1st Thursday of the Month
Join Derrick Pitts the First Thursday of each month for a look into deep space! As Chief Astronomer of the Fels Planetarium at the Franklin Institute, Derrick knows his star stuff! Derrick will offer a Skywatch - what to look for in the evening skies during the month and he'll take us on a monthly trip across our Solar System - visiting a different planet every month.
New NASA Video
Check out this report on a brand new video from NASA which shows how the weather in one part of our planet affects all of us, by using elapsed satelitte images and data.
For more details and to watch the entire video;
September Sky Watch
As summer comes to a close, reduced heat and humidity allow clearer night skies while decreasing minutes of daylight bring sunset earlier every day.
Viewing at 9 p.m., most of the main constellations of the summer are still visible. This year the solar system’s largest planet, Jupiter, is well placed for easy viewing high in the southeastern sky. Jupiter will appear as the brightest object visible at night other than the moon. A good rule of thumb to use to tell the difference between planets and stars: stars twinkle but planets don’t. A small telescope will reveal Jupiter’s four largest and brightest moons, Io, Europa, Ganymede and Callisto.
Directly overhead is bright Deneb, second brightest star of the summer sky, part of the constellation Cygnus, the Swan. The stars of this group look more like a large cross than a swan. Deneb is at the top of the cross, a dimmer star called Albireo is at the foot of the cross and the two stars that mark the cross-bar are easy to see. The Milky Way, the arms of our galaxy as seen from the earth, run right along the long axis of the cross.
To the west of Deneb is the brightest star of the summer sky, Vega. Vega belongs to the group called Lyra The Lyre. A lyre is an ancient stringed instrument much like a harp. Vega, just 25 light years away from Earth, is a brilliant, blue-white supergiant star. The other stars of the group form the shape of a slanted box.
To the south of both Deneb and Vega, is Altair, closest of the three stars. Altair is the main star of the constellation Aquila the Eagle and is just 17 light years away. Deneb is the most distant at 1500 light years distance.
Deneb, Vega, and Altair form the famous Summer Triangle. No matter how bright your sky is at night with light from buildings and streetlights, the Summer Triangle is always easily visible. Because of its prominent position overhead, the Triangle will be visible well into the Fall, even though it shifts further to the west each month.
Down on the southern horizon are the stars of Sagittarius. A teapot is the shape most easily seen in the stars of this group. The spout points west, the handle points east and the teapot almost sits flat on the horizon. Because its so far to the south, Sagittarius is only visible for a short time during the summer months. Its companion constellation to the west, Scorpius, prominent in the south early in the summer is already gone by 9 p.m.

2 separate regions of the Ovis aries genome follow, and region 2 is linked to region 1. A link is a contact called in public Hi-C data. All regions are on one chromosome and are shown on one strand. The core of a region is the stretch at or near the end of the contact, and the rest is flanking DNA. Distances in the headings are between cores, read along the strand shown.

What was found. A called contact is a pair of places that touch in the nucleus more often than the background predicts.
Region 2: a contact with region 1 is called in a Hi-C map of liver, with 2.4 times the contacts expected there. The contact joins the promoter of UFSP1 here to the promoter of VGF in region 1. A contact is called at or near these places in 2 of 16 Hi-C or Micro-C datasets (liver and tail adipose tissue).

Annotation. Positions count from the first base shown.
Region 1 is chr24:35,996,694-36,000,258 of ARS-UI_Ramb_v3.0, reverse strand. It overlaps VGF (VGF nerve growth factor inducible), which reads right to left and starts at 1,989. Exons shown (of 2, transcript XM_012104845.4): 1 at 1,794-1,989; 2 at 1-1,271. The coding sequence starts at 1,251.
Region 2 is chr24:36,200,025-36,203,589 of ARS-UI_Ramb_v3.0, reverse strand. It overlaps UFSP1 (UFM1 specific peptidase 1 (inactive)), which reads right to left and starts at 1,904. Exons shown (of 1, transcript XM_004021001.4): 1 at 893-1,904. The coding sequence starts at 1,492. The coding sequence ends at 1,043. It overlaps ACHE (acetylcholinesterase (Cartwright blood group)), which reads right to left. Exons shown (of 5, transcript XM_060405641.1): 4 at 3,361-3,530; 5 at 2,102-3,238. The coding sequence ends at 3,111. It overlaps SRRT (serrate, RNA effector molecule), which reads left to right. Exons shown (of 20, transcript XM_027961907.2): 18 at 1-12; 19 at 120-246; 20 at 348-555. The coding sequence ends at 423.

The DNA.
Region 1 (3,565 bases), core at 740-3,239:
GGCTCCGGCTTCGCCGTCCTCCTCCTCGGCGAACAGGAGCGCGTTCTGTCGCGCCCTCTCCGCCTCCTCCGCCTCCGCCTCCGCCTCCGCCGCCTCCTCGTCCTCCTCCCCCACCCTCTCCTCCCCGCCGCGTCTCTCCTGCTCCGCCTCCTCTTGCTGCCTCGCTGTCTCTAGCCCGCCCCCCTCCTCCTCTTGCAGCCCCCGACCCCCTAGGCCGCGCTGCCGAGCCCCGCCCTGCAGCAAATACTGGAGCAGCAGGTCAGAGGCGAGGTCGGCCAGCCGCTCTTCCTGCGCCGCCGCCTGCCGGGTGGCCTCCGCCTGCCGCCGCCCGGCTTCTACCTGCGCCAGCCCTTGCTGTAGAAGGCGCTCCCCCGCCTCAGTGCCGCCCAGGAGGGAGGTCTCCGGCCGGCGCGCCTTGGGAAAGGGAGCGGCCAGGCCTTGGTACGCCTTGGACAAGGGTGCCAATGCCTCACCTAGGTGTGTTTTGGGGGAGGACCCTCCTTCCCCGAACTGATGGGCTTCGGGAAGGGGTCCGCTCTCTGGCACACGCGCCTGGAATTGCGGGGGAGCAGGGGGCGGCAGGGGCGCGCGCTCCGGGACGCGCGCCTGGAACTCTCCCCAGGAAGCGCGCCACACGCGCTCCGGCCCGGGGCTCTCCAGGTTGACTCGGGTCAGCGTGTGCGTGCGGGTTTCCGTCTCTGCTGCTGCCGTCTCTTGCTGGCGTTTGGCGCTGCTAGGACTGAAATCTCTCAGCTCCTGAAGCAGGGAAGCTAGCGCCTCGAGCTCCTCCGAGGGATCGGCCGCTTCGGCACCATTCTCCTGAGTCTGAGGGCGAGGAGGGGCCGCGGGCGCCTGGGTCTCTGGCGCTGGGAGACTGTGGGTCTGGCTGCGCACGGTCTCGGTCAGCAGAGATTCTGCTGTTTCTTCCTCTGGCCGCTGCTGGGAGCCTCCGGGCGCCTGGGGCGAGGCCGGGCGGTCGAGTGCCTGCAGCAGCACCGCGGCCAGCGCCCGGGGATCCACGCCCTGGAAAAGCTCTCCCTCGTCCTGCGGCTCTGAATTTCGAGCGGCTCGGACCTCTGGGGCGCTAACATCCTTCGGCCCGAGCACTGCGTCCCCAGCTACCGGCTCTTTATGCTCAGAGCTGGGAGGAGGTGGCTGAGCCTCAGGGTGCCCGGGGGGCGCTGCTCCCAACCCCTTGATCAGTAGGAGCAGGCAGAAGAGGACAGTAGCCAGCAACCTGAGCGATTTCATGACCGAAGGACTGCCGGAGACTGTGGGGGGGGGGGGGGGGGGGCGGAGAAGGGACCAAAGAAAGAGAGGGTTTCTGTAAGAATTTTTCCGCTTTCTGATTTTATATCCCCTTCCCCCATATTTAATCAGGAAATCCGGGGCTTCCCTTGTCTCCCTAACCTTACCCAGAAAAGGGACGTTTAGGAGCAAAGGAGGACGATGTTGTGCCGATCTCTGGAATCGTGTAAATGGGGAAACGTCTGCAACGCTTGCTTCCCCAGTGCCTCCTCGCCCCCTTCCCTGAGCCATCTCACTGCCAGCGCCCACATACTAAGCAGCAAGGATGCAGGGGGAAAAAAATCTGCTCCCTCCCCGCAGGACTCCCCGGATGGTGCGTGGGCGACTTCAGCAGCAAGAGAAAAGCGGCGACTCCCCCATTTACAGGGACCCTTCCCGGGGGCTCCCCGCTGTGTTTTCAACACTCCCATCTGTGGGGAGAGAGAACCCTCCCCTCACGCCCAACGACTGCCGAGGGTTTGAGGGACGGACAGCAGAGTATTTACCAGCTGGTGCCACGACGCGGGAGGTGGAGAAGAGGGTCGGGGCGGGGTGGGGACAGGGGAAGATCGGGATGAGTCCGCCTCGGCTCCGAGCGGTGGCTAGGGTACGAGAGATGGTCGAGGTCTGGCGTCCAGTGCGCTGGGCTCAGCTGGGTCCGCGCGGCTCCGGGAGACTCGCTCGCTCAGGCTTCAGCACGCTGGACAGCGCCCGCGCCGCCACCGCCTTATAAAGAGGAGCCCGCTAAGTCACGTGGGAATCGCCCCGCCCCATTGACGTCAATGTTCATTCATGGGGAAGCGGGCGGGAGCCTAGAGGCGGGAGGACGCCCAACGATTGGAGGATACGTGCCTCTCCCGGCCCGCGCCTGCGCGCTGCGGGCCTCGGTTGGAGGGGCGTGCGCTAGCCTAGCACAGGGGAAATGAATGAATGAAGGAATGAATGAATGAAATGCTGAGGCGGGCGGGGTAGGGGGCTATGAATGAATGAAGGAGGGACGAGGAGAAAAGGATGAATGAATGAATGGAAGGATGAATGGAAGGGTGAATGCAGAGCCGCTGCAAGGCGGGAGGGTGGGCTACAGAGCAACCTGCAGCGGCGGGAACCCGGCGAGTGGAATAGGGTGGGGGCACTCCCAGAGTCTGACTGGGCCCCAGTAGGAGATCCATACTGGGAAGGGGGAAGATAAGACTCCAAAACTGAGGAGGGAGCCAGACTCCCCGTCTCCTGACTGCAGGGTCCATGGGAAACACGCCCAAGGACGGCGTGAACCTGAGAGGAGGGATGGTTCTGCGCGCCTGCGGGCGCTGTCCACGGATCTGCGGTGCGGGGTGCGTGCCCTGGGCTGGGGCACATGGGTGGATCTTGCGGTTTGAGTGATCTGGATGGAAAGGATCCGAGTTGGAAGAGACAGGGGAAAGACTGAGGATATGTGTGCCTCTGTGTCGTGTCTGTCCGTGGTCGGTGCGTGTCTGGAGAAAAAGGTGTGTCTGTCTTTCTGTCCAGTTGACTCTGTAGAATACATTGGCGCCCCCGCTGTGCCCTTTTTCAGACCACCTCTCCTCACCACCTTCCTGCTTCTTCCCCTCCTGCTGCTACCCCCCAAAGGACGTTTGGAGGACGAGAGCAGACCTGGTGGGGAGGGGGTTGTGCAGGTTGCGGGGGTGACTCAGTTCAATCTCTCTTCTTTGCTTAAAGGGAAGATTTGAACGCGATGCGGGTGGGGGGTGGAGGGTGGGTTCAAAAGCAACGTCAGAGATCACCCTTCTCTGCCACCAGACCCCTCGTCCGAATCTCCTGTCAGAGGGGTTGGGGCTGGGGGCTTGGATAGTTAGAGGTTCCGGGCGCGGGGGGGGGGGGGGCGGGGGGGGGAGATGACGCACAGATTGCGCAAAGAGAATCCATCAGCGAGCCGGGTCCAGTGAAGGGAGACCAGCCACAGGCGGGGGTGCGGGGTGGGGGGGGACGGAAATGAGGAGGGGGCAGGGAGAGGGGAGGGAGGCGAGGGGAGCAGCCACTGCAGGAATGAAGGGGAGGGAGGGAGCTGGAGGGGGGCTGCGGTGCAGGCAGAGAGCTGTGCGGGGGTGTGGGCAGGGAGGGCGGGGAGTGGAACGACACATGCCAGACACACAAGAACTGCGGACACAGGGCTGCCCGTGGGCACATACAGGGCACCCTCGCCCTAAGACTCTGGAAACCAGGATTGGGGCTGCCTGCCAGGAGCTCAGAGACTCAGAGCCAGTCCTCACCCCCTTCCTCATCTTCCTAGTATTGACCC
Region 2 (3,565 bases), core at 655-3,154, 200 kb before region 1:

The most famous star group, the Big Dipper, is visible all year ‘round. At this time of year, the bowl sits upright just above the northwestern horizon. The handle of the dipper points to the west and the bowl is open to the top of the sky. Just look for seven bright stars low in the northwest, there are no other bright star groups in the area. Enjoy!
Exploring Our Solar System
Every Month Derrick takes us to another planet in our Solar System - this month we begin with the closest planet to our Sun, the planet Mercury!
Mercury is the planet nearest the sun. It has a diameter of 3,032 miles, about two-fifths of Earth's diameter. Mercury orbits the sun at an average distance of about 36 million miles, compared with about 93 million miles for Earth.
Because of Mercury's size and nearness to the brightly shining sun, the planet is often hard to see from the Earth without a telescope. At certain times of the year, Mercury can be seen low in the western sky just after sunset. At other times, it can be seen low in the eastern sky just before sunrise.
Mercury is the second densest major body in the solar system after Earth and its density is slightly less than the Earths. Mercury's smaller mass makes its force of gravity only about a third as strong as that of the Earth. An object that weighs 100 pounds on the Earth would weigh only about 38 pounds on Mercury.
Mercury has a large iron core which is most likely at least partially molten and generates a magnetic field about 1% as strong as that of Earth's. Mercury's interior appears to resemble that of the Earth. Both planets have a rocky mantle beneath their crust and both planets have an iron core.
Learn More - click MERCURY
Take A Virtual Trip
There is so much to learn about our Solar System. Space.com offers a neat virtual trip to all the planets, comets and more that can be found in our Solar System. Click the Solar System image to the right to take a virtual trip from the comfort of your own home!
Basic Telescope Tips
Choosing a telescope can seem a challenging task for the newcomer to astronomy. There is a bewildering number on the market, with many different names, sizes and decriptions. Essentially, however, they all do the same thing. They act like a large eye to collect lots of light from the distant object being observed and then they magnify it.
There are other instruments that observe different forms of radiation from the universe, such as radio waves, but the observing tools that we are interested in are optical telescopes. Despite the vast choice in the marketplace today, such telescopes come in two basic types - the refractor and the reflector. Variations of the basic forms include hybrids that combine elements from both.
For more information, click the telescope!